The election crisis in Iran has captured the imagination of the Twitterverse in a way that no previous event has.
With Social Media being used by a daring few in Iran to spread word of the atrocities being carried out there, a huge movement of support for the Iranian people has emerged online. Over the past two weeks it’s become increasingly common to log into your favourite Twitter client and be confronted with a sea of green avatars.
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Yes, the green-tinted avatar has become the symbol of support for Iranian democracy. It only takes one click of an oft-retweeted link to give your avatar a green tint. While it’s great to see so many people engaging with global politics, the question has to be asked: what does turning your avatar green actually do?
It might sound callous but if we’re honest the answer is “Not a lot”. The green avatar is a token gesture of support that doesn’t do much, if anything, to actually help people in Iran. What’s more, it makes using Twitter more difficult for everyone. Visually scanning through your Twitter stream for friends’ tweets is a lot harder when everyone looks like The Incredible Hulk.
So, how can you make a real difference to the people of Iran?
Kase Wickman, Editor at Air America Media has compiled a list of things you can do today. These include:
- Making a donation to the Red Crescent, an organisation allied with the Red Cross that is providing much-needed medical help in Iran.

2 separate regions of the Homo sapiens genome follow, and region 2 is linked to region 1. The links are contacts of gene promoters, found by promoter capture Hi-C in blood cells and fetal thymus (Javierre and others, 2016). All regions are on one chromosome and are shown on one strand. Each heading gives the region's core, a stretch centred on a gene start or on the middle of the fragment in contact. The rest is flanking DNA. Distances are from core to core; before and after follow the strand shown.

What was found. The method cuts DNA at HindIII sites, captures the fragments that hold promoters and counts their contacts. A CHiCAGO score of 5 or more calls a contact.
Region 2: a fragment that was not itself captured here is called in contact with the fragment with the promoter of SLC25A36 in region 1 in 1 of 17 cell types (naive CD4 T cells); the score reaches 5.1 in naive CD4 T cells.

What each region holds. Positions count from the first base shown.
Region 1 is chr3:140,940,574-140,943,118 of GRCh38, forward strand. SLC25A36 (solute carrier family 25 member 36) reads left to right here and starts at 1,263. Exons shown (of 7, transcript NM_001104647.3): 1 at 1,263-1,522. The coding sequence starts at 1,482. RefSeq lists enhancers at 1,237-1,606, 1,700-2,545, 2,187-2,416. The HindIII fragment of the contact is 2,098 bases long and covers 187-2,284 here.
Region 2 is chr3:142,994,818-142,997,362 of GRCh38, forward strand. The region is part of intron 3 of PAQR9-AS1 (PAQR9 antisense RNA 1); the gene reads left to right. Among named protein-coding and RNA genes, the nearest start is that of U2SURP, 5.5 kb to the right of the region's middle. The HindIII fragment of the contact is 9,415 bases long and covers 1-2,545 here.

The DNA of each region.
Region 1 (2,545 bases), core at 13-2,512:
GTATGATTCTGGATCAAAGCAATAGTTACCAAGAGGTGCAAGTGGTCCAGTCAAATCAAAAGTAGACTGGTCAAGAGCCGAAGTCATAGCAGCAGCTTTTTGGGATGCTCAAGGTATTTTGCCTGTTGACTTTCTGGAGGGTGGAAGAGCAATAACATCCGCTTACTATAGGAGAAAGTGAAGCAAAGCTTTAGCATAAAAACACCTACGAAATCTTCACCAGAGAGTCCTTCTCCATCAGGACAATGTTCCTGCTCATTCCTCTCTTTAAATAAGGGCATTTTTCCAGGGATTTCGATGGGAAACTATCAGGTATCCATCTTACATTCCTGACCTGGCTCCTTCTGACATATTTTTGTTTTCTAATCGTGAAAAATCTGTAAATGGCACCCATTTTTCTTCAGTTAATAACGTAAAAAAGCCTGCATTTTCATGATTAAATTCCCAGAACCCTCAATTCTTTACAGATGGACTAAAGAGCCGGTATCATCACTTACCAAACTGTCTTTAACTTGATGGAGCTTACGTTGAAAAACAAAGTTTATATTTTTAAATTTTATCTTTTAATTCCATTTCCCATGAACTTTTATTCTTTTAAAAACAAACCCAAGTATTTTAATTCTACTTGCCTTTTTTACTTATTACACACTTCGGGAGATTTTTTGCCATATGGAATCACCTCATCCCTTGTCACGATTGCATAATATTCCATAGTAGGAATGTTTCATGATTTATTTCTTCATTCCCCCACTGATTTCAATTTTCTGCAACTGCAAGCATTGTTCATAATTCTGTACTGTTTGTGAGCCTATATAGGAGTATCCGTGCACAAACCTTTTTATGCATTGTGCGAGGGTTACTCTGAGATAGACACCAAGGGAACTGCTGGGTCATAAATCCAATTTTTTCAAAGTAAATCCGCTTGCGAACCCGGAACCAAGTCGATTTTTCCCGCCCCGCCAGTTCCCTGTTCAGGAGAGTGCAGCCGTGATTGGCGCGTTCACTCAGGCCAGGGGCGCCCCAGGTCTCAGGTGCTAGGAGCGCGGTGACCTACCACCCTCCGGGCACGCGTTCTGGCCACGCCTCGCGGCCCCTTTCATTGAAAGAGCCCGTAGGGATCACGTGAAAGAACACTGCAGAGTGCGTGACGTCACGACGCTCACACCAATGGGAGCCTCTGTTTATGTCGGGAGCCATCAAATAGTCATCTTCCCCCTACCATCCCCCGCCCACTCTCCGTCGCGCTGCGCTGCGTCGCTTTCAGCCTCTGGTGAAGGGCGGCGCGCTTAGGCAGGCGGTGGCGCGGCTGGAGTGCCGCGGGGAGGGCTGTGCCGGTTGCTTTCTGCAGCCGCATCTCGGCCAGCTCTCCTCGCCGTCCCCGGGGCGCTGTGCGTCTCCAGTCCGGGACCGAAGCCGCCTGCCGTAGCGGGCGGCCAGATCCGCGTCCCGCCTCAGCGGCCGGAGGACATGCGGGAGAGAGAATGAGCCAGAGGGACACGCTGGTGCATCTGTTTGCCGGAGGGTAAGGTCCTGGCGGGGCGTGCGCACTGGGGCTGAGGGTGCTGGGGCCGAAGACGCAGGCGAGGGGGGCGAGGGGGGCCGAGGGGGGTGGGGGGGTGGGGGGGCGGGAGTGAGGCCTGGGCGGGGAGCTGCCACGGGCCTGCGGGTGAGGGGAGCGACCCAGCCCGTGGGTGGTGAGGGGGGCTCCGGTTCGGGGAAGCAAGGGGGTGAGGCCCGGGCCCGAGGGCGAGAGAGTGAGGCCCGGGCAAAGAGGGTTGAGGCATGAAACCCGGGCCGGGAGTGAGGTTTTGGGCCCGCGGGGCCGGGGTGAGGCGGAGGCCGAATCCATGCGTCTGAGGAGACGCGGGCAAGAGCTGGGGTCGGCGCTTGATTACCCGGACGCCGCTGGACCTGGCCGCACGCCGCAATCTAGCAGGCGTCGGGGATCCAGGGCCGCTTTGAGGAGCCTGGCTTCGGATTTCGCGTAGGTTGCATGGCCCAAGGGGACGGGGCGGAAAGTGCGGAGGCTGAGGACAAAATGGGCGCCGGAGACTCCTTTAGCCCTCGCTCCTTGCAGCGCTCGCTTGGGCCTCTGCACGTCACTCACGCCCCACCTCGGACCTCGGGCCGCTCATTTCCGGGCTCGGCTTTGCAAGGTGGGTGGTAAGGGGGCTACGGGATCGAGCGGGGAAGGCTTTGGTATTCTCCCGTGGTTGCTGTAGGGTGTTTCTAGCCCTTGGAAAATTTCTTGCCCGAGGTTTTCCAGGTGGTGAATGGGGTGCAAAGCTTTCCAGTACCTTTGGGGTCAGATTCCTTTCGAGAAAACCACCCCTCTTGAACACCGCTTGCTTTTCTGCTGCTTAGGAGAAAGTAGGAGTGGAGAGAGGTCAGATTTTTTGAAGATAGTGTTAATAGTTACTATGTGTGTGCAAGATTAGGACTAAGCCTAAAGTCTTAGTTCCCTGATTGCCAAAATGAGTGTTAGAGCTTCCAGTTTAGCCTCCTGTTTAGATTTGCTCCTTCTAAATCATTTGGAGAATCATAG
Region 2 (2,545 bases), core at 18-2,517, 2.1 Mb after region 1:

- Making a donation to Tehran Bureau, a recently-launched news organisation playing a vital role in getting news out of the country. Many foreign journalists have already been asked to leave Iran or been arrested. The more sources we have getting news to the wider world, the better.
- If you have the know-how you can set up your own Twitter proxy to help Iranian Twitterers keep in contact with the outside world.
- You could change your Twitter profile’s Location and Time Zone information to match Tehran, hopefully confusing Iranian government censors.
- You could contact the United Nations Human Rights Council, urging them to take action.
Looking at the sea of green that confronts me whenever I load up Tweetdeck, I sometimes feel guilty that I haven’t changed my avatar when many people I like and respect have. To me it just felt like too much of a token gesture. Now that I’ve just donated $15 to Tehran Bureau I’ve helped made a difference that a one-click avatar change can’t match.